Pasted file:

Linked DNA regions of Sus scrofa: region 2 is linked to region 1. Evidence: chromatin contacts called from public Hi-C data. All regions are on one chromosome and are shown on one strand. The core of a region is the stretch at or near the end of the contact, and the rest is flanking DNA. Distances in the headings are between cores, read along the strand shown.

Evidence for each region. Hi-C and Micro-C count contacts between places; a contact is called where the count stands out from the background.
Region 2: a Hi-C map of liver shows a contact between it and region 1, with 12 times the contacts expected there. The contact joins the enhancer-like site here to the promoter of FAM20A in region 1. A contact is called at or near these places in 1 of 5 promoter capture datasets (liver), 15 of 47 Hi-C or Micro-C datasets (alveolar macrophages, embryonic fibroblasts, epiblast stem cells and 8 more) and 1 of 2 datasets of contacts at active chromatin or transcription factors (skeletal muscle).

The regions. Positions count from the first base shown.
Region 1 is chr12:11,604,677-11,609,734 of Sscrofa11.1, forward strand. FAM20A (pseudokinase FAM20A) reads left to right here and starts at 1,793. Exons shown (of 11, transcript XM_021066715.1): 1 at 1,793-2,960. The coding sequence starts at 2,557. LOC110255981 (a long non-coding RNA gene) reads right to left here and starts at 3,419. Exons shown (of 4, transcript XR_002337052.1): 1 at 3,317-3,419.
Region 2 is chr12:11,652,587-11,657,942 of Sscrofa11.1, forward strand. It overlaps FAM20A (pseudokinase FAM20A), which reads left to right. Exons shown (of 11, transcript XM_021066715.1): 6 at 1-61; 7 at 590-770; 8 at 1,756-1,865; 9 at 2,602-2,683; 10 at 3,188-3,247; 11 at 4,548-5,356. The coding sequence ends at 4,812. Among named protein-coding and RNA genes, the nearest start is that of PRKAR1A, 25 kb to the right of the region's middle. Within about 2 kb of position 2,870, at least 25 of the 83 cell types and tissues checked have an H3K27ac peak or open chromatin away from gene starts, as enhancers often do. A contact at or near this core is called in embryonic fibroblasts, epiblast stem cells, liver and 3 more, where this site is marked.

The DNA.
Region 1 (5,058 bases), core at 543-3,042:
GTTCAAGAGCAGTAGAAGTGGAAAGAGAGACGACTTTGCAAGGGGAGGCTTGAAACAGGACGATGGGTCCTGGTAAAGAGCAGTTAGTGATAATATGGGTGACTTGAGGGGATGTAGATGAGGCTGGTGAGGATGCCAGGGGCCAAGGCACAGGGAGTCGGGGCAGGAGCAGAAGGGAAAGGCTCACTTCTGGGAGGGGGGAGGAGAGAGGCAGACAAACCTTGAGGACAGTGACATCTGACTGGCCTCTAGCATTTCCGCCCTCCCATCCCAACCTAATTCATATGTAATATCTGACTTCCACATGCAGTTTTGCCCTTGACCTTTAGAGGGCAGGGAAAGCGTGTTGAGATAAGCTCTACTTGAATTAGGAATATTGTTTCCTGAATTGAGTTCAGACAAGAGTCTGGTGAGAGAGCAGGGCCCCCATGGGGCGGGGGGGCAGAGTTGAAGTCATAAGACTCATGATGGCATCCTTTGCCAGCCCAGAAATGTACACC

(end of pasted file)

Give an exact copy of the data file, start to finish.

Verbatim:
Linked DNA regions of Sus scrofa: region 2 is linked to region 1. Evidence: chromatin contacts called from public Hi-C data. All regions are on one chromosome and are shown on one strand. The core of a region is the stretch at or near the end of the contact, and the rest is flanking DNA. Distances in the headings are between cores, read along the strand shown.

Evidence for each region. Hi-C and Micro-C count contacts between places; a contact is called where the count stands out from the background.
Region 2: a Hi-C map of liver shows a contact between it and region 1, with 12 times the contacts expected there. The contact joins the enhancer-like site here to the promoter of FAM20A in region 1. A contact is called at or near these places in 1 of 5 promoter capture datasets (liver), 15 of 47 Hi-C or Micro-C datasets (alveolar macrophages, embryonic fibroblasts, epiblast stem cells and 8 more) and 1 of 2 datasets of contacts at active chromatin or transcription factors (skeletal muscle).

The regions. Positions count from the first base shown.
Region 1 is chr12:11,604,677-11,609,734 of Sscrofa11.1, forward strand. FAM20A (pseudokinase FAM20A) reads left to right here and starts at 1,793. Exons shown (of 11, transcript XM_021066715.1): 1 at 1,793-2,960. The coding sequence starts at 2,557. LOC110255981 (a long non-coding RNA gene) reads right to left here and starts at 3,419. Exons shown (of 4, transcript XR_002337052.1): 1 at 3,317-3,419.
Region 2 is chr12:11,652,587-11,657,942 of Sscrofa11.1, forward strand. It overlaps FAM20A (pseudokinase FAM20A), which reads left to right. Exons shown (of 11, transcript XM_021066715.1): 6 at 1-61; 7 at 590-770; 8 at 1,756-1,865; 9 at 2,602-2,683; 10 at 3,188-3,247; 11 at 4,548-5,356. The coding sequence ends at 4,812. Among named protein-coding and RNA genes, the nearest start is that of PRKAR1A, 25 kb to the right of the region's middle. Within about 2 kb of position 2,870, at least 25 of the 83 cell types and tissues checked have an H3K27ac peak or open chromatin away from gene starts, as enhancers often do. A contact at or near this core is called in embryonic fibroblasts, epiblast stem cells, liver and 3 more, where this site is marked.

The DNA.
Region 1 (5,058 bases), core at 543-3,042:
GTTCAAGAGCAGTAGAAGTGGAAAGAGAGACGACTTTGCAAGGGGAGGCTTGAAACAGGACGATGGGTCCTGGTAAAGAGCAGTTAGTGATAATATGGGTGACTTGAGGGGATGTAGATGAGGCTGGTGAGGATGCCAGGGGCCAAGGCACAGGGAGTCGGGGCAGGAGCAGAAGGGAAAGGCTCACTTCTGGGAGGGGGGAGGAGAGAGGCAGACAAACCTTGAGGACAGTGACATCTGACTGGCCTCTAGCATTTCCGCCCTCCCATCCCAACCTAATTCATATGTAATATCTGACTTCCACATGCAGTTTTGCCCTTGACCTTTAGAGGGCAGGGAAAGCGTGTTGAGATAAGCTCTACTTGAATTAGGAATATTGTTTCCTGAATTGAGTTCAGACAAGAGTCTGGTGAGAGAGCAGGGCCCCCATGGGGCGGGGGGGCAGAGTTGAAGTCATAAGACTCATGATGGCATCCTTTGCCAGCCCAGAAATGTACACC